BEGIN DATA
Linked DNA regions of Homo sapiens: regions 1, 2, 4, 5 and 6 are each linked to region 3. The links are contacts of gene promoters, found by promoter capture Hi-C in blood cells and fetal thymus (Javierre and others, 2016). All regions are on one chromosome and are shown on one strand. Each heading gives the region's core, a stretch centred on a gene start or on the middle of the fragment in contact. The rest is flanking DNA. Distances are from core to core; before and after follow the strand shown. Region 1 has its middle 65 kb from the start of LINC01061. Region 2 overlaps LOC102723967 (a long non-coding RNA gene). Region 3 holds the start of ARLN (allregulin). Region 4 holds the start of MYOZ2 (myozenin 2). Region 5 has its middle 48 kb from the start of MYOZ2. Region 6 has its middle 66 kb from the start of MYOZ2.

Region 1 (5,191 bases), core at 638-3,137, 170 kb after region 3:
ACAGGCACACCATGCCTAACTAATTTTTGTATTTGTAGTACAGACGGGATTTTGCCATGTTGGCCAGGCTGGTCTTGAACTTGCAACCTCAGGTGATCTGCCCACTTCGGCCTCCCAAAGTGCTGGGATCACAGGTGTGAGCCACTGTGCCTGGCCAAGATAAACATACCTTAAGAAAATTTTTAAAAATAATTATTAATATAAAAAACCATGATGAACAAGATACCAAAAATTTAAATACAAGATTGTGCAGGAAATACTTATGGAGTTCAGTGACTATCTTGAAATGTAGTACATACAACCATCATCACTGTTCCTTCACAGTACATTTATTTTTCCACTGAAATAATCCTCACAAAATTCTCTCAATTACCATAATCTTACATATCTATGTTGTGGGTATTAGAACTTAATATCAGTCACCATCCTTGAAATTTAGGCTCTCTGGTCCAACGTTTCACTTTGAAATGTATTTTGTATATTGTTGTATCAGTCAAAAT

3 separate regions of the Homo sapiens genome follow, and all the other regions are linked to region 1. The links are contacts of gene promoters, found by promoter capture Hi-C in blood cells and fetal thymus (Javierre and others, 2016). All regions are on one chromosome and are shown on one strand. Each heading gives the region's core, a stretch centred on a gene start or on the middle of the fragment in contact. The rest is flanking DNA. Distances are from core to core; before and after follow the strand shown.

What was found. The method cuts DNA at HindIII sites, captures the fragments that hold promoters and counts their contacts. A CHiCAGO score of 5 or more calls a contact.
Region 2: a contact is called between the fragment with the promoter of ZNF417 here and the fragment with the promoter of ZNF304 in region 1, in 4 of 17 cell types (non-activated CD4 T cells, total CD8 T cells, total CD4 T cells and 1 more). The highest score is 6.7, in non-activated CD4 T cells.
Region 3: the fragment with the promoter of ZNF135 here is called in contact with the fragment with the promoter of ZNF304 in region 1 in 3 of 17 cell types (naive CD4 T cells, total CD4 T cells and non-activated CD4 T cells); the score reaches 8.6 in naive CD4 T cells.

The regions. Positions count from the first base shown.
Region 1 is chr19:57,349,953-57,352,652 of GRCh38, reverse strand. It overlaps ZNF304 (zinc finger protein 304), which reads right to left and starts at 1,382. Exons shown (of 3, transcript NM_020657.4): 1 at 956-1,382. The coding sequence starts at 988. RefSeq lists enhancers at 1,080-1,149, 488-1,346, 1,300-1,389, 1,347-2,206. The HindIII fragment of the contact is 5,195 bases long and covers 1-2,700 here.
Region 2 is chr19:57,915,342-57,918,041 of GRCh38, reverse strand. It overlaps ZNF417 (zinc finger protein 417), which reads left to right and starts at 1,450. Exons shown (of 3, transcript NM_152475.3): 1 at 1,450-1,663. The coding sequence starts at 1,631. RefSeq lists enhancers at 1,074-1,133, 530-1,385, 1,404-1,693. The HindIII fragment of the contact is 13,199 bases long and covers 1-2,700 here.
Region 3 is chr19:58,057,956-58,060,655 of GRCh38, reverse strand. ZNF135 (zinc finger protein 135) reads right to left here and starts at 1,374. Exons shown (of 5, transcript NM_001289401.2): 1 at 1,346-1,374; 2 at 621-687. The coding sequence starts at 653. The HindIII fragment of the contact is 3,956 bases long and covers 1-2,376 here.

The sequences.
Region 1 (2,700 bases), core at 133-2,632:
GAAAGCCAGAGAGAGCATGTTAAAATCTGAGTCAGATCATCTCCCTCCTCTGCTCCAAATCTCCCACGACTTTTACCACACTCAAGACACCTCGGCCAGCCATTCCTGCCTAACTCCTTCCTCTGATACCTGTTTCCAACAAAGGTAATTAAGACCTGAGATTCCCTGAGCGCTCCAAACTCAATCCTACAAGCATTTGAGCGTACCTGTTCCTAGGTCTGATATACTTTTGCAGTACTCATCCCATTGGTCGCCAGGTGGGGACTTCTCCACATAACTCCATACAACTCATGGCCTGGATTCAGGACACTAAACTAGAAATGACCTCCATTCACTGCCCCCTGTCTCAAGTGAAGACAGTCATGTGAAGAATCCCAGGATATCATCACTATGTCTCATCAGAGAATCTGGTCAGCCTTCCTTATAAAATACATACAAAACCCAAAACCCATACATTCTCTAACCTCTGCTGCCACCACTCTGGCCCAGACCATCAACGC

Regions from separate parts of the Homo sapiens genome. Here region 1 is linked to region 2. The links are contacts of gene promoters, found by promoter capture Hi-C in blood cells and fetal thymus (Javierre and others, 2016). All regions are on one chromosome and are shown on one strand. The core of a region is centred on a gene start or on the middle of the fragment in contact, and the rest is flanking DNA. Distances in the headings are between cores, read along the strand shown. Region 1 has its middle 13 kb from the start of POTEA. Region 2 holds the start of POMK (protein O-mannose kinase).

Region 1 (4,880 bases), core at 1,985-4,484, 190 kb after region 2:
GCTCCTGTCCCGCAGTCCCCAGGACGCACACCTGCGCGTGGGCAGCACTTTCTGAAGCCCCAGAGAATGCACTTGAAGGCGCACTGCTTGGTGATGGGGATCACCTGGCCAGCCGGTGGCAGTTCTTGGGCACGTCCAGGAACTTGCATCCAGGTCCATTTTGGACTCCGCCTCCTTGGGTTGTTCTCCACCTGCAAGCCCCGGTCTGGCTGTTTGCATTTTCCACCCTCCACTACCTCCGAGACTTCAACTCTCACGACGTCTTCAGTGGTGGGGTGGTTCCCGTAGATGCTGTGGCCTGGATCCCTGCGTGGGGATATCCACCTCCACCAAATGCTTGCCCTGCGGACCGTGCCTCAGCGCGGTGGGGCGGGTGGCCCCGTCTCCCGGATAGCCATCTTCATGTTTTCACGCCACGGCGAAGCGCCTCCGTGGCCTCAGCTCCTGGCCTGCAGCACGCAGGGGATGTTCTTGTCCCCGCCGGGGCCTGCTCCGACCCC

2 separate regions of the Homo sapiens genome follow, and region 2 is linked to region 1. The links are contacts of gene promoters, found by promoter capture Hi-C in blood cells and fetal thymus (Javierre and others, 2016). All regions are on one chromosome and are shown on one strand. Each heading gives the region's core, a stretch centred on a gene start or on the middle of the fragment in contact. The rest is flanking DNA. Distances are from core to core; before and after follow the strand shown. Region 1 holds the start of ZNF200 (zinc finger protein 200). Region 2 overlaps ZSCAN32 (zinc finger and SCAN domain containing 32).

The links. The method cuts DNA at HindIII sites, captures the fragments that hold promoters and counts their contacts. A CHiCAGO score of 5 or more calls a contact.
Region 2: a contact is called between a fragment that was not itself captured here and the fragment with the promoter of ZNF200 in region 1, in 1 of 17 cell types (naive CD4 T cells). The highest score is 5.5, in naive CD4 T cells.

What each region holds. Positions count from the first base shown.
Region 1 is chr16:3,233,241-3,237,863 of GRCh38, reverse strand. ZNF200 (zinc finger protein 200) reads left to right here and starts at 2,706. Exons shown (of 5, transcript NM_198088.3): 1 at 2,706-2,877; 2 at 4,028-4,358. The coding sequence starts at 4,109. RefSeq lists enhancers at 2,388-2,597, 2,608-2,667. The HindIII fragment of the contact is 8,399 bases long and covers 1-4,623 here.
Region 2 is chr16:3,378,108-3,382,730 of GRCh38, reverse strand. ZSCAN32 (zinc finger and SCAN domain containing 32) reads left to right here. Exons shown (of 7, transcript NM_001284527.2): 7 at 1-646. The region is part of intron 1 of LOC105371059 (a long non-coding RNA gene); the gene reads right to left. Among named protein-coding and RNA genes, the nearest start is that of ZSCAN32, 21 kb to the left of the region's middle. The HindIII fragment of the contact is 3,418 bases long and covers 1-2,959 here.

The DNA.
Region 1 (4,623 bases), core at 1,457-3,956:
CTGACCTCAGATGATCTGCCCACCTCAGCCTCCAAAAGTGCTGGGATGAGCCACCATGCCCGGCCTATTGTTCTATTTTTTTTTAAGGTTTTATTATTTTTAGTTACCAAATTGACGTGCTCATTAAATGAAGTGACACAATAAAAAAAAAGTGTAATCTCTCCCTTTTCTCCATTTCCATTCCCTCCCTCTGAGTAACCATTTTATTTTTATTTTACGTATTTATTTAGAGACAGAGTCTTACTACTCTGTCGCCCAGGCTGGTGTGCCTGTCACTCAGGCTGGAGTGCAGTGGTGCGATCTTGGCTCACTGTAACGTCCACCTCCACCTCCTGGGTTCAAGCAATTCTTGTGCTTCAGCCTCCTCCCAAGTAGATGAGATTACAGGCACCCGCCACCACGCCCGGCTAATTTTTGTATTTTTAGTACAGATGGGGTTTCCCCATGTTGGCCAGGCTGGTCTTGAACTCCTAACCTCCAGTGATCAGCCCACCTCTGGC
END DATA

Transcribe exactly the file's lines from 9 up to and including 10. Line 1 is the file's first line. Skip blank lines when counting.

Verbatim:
Region 1 is chr19:57,349,953-57,352,652 of GRCh38, reverse strand. It overlaps ZNF304 (zinc finger protein 304), which reads right to left and starts at 1,382. Exons shown (of 3, transcript NM_020657.4): 1 at 956-1,382. The coding sequence starts at 988. RefSeq lists enhancers at 1,080-1,149, 488-1,346, 1,300-1,389, 1,347-2,206. The HindIII fragment of the contact is 5,195 bases long and covers 1-2,700 here.
Region 2 is chr19:57,915,342-57,918,041 of GRCh38, reverse strand. It overlaps ZNF417 (zinc finger protein 417), which reads left to right and starts at 1,450. Exons shown (of 3, transcript NM_152475.3): 1 at 1,450-1,663. The coding sequence starts at 1,631. RefSeq lists enhancers at 1,074-1,133, 530-1,385, 1,404-1,693. The HindIII fragment of the contact is 13,199 bases long and covers 1-2,700 here.